Conference Dates

May 8-13, 2016


A science-based justification for many continuous improvement and post-approval submissions on ‘legacy products’ (i.e., commercial products developed without a QbD rationale) requires that some of those missing QbD elements in the original filing, be defined retrospectively.

Here we present a new proposal to achieve that, that is general and very capable of supporting the transition of ‘legacy’ non-QbD into quasi-QbD filings. It is based on (1) a formal criticality analysis to the current process version to support the choice of quality attributes and process parameters in the filing, and identification of additional ones that may impact the quality target-product profile (CQAs, CPPs, QTPPs); (2) risk identification and assessment considering the current design to list all relevant failure modes; (3) a gap analysis of which risks are not addressed by the current CMC strategy; (4) proposing a revised control-strategy in view of currently available technical developments to address and/or mitigate unmet risks in the filed strategy; (5) defining a multivariate operating-space based on available nominal manufacturing data, as sorrogate for a true design-space; (6) challenging with OOT historical events (and OOS when available) the revised CMC strategy and the quasi-QbD rational built retrospectively.

The above framework by its own formulation creates a knowledge-based (KM) and foundation for future change managements as it moves from a simple data- and evidence-driven approach to an holistic (over process and over history) approach. It maps out a commercial process as-is, end-to-end (RMs-USP-USP-BP) and over an extended period of manufacturing history, in such way that we can claim that all relevant information and knowledge are extracted from the available data and evidence through specific tools. Often, during such analysis the need of scale-down confirmation and optimization runs (e.g., through design of experiments, DOEs) is detected as a way to build or increase confidence in the filed ranges and also as a way to establish improvement opportunities. Several strategies can be used to ensure that a good match between conditions at very different scales is obtained (viz., through the use of fingerprinting PAT techniques at each scale investigated) both for USP as well other unit operations, as described in a recent patent filing by us [EP-application Nr. PCT/EP/2014/079152].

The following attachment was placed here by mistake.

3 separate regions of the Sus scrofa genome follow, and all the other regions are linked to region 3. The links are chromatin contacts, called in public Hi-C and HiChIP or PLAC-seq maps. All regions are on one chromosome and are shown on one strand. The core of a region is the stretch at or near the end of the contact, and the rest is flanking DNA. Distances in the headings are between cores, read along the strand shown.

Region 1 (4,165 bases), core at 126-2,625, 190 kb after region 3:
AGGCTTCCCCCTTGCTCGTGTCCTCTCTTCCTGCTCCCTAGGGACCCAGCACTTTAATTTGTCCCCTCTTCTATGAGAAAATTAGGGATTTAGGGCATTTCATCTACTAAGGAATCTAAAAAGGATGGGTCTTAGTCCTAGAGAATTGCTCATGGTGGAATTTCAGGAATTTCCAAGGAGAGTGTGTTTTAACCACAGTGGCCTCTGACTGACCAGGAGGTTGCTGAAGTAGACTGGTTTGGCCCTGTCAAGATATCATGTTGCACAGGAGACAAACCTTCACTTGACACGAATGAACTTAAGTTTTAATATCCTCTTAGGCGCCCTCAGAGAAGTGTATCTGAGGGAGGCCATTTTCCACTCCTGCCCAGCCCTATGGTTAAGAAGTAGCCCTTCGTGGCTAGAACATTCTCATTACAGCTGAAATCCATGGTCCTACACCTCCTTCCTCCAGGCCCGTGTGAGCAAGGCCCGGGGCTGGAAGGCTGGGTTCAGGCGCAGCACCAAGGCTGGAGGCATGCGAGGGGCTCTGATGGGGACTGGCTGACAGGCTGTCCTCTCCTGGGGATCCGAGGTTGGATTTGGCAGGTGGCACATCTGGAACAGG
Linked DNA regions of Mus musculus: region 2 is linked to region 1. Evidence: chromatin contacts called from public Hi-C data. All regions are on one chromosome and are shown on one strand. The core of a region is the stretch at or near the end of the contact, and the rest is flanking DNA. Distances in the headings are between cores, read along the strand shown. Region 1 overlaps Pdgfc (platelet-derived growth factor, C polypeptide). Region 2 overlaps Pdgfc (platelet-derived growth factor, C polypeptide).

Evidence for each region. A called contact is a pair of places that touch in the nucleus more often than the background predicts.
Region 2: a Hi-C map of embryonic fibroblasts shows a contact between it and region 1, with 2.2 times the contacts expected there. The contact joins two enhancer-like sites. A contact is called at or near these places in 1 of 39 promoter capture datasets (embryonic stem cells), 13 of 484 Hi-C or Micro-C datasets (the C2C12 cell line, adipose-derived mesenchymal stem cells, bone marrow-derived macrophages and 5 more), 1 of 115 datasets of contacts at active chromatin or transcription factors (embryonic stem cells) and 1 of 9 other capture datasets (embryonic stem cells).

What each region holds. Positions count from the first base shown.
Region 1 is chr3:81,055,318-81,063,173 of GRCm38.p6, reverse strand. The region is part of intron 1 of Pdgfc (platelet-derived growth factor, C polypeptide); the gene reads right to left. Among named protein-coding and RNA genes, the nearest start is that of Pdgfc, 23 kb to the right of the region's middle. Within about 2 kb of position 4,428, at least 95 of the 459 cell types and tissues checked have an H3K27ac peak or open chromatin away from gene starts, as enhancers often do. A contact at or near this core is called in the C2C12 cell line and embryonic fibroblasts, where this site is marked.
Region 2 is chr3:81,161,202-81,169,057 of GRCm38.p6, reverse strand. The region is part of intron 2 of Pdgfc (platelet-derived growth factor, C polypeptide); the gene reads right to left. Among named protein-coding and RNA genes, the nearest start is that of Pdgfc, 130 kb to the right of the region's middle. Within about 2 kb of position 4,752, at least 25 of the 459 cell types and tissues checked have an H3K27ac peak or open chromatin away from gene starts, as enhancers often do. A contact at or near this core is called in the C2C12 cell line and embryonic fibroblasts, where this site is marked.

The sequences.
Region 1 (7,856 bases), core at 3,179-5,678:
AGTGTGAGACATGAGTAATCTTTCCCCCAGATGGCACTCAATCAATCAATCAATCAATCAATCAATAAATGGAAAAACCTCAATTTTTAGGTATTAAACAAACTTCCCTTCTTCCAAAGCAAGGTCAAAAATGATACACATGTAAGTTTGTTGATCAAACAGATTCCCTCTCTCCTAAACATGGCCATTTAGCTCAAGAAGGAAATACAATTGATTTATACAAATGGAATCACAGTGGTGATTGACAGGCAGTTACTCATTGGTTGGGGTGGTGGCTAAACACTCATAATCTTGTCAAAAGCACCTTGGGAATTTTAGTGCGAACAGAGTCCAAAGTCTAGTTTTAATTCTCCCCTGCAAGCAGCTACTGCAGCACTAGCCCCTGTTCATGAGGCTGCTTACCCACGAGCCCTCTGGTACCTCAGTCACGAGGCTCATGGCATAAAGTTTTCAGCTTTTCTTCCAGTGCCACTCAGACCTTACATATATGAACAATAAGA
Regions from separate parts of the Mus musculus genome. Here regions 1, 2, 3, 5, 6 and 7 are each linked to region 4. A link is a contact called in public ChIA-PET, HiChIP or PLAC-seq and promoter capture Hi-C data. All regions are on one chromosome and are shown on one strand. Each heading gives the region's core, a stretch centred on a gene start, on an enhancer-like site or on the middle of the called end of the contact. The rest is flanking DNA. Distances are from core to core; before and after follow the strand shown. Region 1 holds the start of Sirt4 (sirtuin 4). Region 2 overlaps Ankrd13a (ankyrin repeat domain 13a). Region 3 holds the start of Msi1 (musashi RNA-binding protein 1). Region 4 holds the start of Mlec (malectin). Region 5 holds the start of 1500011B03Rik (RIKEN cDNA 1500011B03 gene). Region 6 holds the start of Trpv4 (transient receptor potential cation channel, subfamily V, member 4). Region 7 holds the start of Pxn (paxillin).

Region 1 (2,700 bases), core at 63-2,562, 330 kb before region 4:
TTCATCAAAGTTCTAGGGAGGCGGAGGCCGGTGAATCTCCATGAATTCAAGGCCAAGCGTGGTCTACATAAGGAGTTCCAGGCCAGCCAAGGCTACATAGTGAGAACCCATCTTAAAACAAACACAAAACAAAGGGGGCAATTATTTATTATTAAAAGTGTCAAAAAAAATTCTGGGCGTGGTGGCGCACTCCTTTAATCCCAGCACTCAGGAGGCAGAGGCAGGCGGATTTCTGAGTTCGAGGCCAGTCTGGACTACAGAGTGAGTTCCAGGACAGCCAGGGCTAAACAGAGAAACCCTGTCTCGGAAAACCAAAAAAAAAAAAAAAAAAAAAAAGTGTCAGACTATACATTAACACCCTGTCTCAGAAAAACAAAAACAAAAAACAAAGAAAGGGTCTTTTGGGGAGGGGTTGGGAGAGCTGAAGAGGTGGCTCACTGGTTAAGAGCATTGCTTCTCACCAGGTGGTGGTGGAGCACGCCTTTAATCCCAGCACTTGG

As with a true-QbD third stage validation, qualified scaled-down process versions serve to test revised control strategies. Our experience shows that the changes deal either with (1) unmet / uncontrolled risks in the previously filed strategy, (2) operation changes that impact occurrence of a failure mode, and (3) detectability improvements of a known failure mode through improved monitoring.

Our talk discusses the outlined framework and how it can specifically be applied to real processes based on standard CHO-based platforms.